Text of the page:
Mr. Haugen compares his right to be executed with reproductive rights and freedom of choice:
THE COURT: The reason I ask about that is I want to make sure that when you and I communicate that you know what I'm saying and --
MR. HAUGEN: Absolutely. I understand you completely, Your Honor. And I appreciate you offering me the opportunity to speak to you as much as the conflict between myself and counsel is interrupting that process. And the only denial I see of due process here is my counsel against my right to sit back and incompetently (sic) make a decision here today. And I feel that they're doing everything they can to -- like a woman. That's the only thing I can relate it to, is a woman's right to choose. And the appellate process at this juncture, this is my right to choose. And they're trying to take that away from me, Your Honor. And it's damaging my spirit, you know.
Mr. Haugen was seated throughout the hearing. As the hearing is about to end, Mr. Haugen asks to address the judge again, but he doesn't stand:
THE COURT: You're supposed to stand when you address me anyway.
MR. HAUGEN: Oh, excuse me, Your Honor --
MR. SIMRIN: I don't think that chair slides back.
MR. GOODY: The plan was that he wasn't supposed to stand, Your Honor.
THE COURT: That wasn't my plan. I came down here, I'm going to give him the respect that he deserves for dealing with how he needs to be dealt with. It's not like there aren't enough people around, okay? Mr. Haugen, you're going to do what you need to do, correct?
MR. HAUGEN: May I stand, Your Honor?
THE COURT: Yes, sir. I hate to -- yeah, yeah. I don't want your drawers falling down, okay?
Judge Hart rejects the attorneys' motion to remove Judge Guimond from the case. Judge Guimond then takes the bench and presides over the hearing on Mr. Haugen's request to discharge his counsel and waive his appeals. Mr. Haugen starts to explain his choice:
MR. HAUGEN: Your Honor, if I may, please. With all due respect to you, Your Honor, and this court, what I find happening right now is it is extremely sad that it has come to this, right? This is my free will. This is my constitutional right. We are at a point where I get, as I said before, a right to choose. And you've got people who have got political and ideological beliefs and positions. And they're willing, like tree huggers, they're willing to kill the tree and run off with it until it dies somewhere else before they allow the loggers to come in and cut the tree down. And it's the best analogy I can come up right now. And I find it really sad that they have to continue to attack your character, Your Honor. You know, I mean, you're here and I have nothing but the utmost respect and faith in your ability, your tools, your position today. I understand the gravity of this situation. And, apparently, other people don't understand the gravity and the situation in relation to my perspective and my right by statute and my choice, my ability to choose. And they're going to continue to sit back and throw out motions and rhetoric and whatever to postpone and delay. And like I told Judge Hart, they're damaging my spirit, you know. They're totally attempting to take me off my game, as you will, sothat you and I can communicate in an intelligent and reasonable manner the things that you and I need to do to get this process going again.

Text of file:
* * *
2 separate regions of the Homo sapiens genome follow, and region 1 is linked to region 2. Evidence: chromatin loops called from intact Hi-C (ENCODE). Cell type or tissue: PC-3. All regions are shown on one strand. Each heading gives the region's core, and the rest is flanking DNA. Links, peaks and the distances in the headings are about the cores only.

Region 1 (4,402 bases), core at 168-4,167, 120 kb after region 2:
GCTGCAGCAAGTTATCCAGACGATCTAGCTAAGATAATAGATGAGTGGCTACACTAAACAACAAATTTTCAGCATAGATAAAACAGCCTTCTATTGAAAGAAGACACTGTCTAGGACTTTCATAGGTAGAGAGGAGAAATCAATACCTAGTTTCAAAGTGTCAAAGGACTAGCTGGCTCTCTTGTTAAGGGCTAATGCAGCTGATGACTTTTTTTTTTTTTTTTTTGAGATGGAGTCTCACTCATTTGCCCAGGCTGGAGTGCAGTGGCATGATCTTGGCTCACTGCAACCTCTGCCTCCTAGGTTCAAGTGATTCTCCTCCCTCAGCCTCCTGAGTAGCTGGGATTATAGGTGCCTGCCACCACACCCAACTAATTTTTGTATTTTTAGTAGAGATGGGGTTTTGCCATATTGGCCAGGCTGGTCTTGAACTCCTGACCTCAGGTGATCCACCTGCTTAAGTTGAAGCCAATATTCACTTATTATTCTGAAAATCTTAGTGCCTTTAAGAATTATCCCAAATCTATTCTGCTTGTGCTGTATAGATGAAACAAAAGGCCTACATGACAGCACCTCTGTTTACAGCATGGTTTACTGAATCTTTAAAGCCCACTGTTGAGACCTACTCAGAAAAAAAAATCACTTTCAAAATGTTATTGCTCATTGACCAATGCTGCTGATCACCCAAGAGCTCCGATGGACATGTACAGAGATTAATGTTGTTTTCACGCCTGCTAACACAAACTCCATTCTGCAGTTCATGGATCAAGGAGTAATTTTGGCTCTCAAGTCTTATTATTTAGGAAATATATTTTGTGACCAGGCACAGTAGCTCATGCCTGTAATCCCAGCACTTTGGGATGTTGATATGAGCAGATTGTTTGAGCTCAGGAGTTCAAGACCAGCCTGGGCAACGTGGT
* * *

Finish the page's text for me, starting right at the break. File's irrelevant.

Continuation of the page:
Mr. Haugen lets a little bit of humor sneak in to his speech:
MR. HAUGEN: And all this is doing -- it's probably breaking so many hearts to have to come in here over and over and over when we need to take care of this. You know, we need to put this to sleep. That's probably the wrong expression.
THE COURT: Probably the wrong term, Mr. Haugen, but I understand.
MR. HAUGEN: Probably the wrong term, but it's all I can come up with.
Judge Guimond proceeds to ask Mr. Haugen a series of questions to determine whether he's rational and understands what he's doing:
THE COURT: All right. Mr. Haugen, do you understand you've been convicted of two counts ofaggravated murder?
MR. HAUGEN: Yes, I do.
THE COURT: Do you understand that youwere sentenced to death for the aggravated murder ofDavid Polin?
MR. HAUGEN: Yes, I do.
THE COURT: And you do understand thatyou've been sentenced to death; is that correct?
MR. HAUGEN: Yes, Your Honor.
Judge Guimond asks Mr. Haugen if he understands the effect of the death sentence, and probably didn't expect this answer:
THE COURT: Do you understand what the effect of the death sentence will be?
MR. HAUGEN: Well, one of them will be that we'll never have to have this conversation again.
Judge Guimond continues with the questions. A bit later:
THE COURT: Mr. Haugen, maybe you've already answered this but it's an important question, I want you to answer it. Why do you not wish to challenge your death sentence?
MR. HAUGEN: Well, I kind of written out -- do we got a moment?
THE COURT: Yes. Go ahead.